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9/6/2010 1 1 Fundamentals of Microelectronics CH1 Why Microelectronics? CH2 Basic Physics of Semiconductors CH3 Diode Circuits CH4 Physics of Bipolar Transistors CH5 Bipolar Amplifiers CH6 Physics of MOS Transistors CH7 CMOS Amplifiers CH8 Operational Amplifier As A Black Box 2 Chapter 2 Basic Physics of Semiconductors 2.1 Semiconductor materials and their properties 2.2 PN-junction diodes 2.3 Reverse Breakdown

Fundamentals of Microelectronicstorlak/courses/ee3311/lectures/lecture2.pdf · Fundamentals of Microelectronics CH1 Why Microelectronics? CH2 Basic Physics of Semiconductors CH3 Diode

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Page 1: Fundamentals of Microelectronicstorlak/courses/ee3311/lectures/lecture2.pdf · Fundamentals of Microelectronics CH1 Why Microelectronics? CH2 Basic Physics of Semiconductors CH3 Diode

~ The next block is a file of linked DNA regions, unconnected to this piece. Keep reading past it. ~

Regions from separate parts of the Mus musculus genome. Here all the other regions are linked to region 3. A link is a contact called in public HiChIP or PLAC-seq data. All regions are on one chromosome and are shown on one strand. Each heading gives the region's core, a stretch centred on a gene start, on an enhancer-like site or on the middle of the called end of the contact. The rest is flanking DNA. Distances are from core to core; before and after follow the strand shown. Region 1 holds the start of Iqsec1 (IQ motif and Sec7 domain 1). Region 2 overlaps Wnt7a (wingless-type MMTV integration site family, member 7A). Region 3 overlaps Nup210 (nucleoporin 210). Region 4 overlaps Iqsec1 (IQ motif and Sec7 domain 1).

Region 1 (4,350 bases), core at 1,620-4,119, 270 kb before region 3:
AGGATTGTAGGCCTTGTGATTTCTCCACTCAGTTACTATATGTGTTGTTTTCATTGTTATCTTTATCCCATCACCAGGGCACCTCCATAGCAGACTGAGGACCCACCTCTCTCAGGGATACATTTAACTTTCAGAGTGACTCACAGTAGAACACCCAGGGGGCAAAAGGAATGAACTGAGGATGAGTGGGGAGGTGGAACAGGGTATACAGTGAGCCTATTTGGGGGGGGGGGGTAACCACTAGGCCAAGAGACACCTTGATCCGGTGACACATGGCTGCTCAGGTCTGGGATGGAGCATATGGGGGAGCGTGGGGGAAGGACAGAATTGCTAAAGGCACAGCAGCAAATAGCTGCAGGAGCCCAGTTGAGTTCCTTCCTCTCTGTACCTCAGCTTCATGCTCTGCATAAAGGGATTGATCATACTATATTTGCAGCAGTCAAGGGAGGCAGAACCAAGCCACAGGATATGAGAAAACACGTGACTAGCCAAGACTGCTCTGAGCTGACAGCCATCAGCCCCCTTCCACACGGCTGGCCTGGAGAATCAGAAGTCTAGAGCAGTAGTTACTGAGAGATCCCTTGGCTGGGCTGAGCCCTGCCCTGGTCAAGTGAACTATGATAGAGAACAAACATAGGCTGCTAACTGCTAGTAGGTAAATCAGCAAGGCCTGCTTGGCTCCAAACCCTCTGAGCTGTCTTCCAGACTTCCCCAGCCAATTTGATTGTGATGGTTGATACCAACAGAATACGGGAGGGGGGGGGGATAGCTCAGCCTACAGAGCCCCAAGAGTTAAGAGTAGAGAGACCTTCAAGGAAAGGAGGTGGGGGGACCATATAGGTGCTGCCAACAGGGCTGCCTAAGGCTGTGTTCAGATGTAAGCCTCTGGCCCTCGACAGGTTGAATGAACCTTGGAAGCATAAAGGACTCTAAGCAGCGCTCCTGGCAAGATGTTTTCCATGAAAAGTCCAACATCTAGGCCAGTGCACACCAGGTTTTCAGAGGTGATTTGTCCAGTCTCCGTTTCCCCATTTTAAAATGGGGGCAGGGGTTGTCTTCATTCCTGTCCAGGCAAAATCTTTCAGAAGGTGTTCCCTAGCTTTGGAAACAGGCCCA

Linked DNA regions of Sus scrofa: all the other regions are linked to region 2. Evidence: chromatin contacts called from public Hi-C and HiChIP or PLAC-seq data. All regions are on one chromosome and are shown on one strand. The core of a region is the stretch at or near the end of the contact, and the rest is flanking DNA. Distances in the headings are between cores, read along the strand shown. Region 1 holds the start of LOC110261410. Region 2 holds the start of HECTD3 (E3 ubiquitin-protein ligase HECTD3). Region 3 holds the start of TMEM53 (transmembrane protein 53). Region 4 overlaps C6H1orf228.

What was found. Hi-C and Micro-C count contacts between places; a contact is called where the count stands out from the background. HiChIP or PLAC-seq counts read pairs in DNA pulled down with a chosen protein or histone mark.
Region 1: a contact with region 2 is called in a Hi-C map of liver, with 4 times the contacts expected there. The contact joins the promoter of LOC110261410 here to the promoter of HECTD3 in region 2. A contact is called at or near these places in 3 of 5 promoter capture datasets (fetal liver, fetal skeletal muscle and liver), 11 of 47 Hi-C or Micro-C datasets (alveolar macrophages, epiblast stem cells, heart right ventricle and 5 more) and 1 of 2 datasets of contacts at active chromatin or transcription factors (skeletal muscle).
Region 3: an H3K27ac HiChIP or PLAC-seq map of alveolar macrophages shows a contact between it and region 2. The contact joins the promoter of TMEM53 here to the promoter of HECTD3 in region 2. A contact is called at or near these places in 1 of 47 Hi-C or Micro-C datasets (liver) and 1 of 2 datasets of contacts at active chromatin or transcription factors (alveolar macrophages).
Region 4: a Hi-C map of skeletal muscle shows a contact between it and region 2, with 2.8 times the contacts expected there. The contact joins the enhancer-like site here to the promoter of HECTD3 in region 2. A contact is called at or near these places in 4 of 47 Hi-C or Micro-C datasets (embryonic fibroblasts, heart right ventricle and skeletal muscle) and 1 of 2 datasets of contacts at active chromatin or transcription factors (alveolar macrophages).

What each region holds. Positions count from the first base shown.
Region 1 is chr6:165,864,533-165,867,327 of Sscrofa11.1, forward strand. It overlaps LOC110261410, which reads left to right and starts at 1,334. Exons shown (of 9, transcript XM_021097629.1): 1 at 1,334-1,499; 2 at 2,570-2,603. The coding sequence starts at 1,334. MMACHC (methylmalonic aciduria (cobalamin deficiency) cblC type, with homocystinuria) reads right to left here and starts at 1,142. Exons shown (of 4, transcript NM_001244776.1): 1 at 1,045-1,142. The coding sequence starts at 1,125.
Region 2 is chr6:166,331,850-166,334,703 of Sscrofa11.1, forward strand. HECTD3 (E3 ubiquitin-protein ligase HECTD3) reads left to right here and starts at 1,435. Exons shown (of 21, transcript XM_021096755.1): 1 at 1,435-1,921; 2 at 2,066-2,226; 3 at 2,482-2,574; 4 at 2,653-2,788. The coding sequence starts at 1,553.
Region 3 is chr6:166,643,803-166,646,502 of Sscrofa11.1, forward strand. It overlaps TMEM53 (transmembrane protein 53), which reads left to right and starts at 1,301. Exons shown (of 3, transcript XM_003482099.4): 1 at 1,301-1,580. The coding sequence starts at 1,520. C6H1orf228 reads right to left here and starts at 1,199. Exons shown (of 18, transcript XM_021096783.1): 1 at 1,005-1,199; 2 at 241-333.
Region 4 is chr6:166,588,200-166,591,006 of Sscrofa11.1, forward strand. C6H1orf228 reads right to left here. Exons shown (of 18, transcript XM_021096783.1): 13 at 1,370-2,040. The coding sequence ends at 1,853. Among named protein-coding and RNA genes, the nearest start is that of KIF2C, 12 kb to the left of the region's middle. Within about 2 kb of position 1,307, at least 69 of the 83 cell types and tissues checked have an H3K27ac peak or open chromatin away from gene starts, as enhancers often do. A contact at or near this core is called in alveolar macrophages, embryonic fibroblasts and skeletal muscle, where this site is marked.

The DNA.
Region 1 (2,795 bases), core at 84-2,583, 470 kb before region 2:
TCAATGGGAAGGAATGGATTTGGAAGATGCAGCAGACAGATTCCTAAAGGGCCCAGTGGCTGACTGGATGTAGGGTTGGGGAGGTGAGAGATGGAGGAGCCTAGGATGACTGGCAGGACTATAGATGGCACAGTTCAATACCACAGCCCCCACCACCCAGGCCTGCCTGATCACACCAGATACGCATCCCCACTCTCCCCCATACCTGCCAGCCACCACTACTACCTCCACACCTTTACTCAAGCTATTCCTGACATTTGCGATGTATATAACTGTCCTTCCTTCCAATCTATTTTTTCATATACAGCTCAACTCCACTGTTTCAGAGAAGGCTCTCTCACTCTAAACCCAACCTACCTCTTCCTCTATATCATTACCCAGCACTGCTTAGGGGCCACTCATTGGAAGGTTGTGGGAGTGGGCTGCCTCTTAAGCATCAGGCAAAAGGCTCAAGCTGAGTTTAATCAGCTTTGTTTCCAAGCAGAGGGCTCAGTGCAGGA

9/6/2010

1

1

Fundamentals of Microelectronics

� CH1 Why Microelectronics?

� CH2 Basic Physics of Semiconductors

� CH3 Diode Circuits

� CH4 Physics of Bipolar Transistors

� CH5 Bipolar Amplifiers

� CH6 Physics of MOS Transistors

� CH7 CMOS Amplifiers

� CH8 Operational Amplifier As A Black Box

2

Chapter 2 Basic Physics of Semiconductors

� 2.1 Semiconductor materials and their properties

� 2.2 PN-junction diodes

� 2.3 Reverse Breakdown

Page 2: Fundamentals of Microelectronicstorlak/courses/ee3311/lectures/lecture2.pdf · Fundamentals of Microelectronics CH1 Why Microelectronics? CH2 Basic Physics of Semiconductors CH3 Diode

9/6/2010

2

CH2 Basic Physics of Semiconductors 3

Semiconductor Physics

� Semiconductor devices serve as heart of microelectronics.

� PN junction is the most fundamental semiconductor device.

CH2 Basic Physics of Semiconductors 4

Charge Carriers in Semiconductor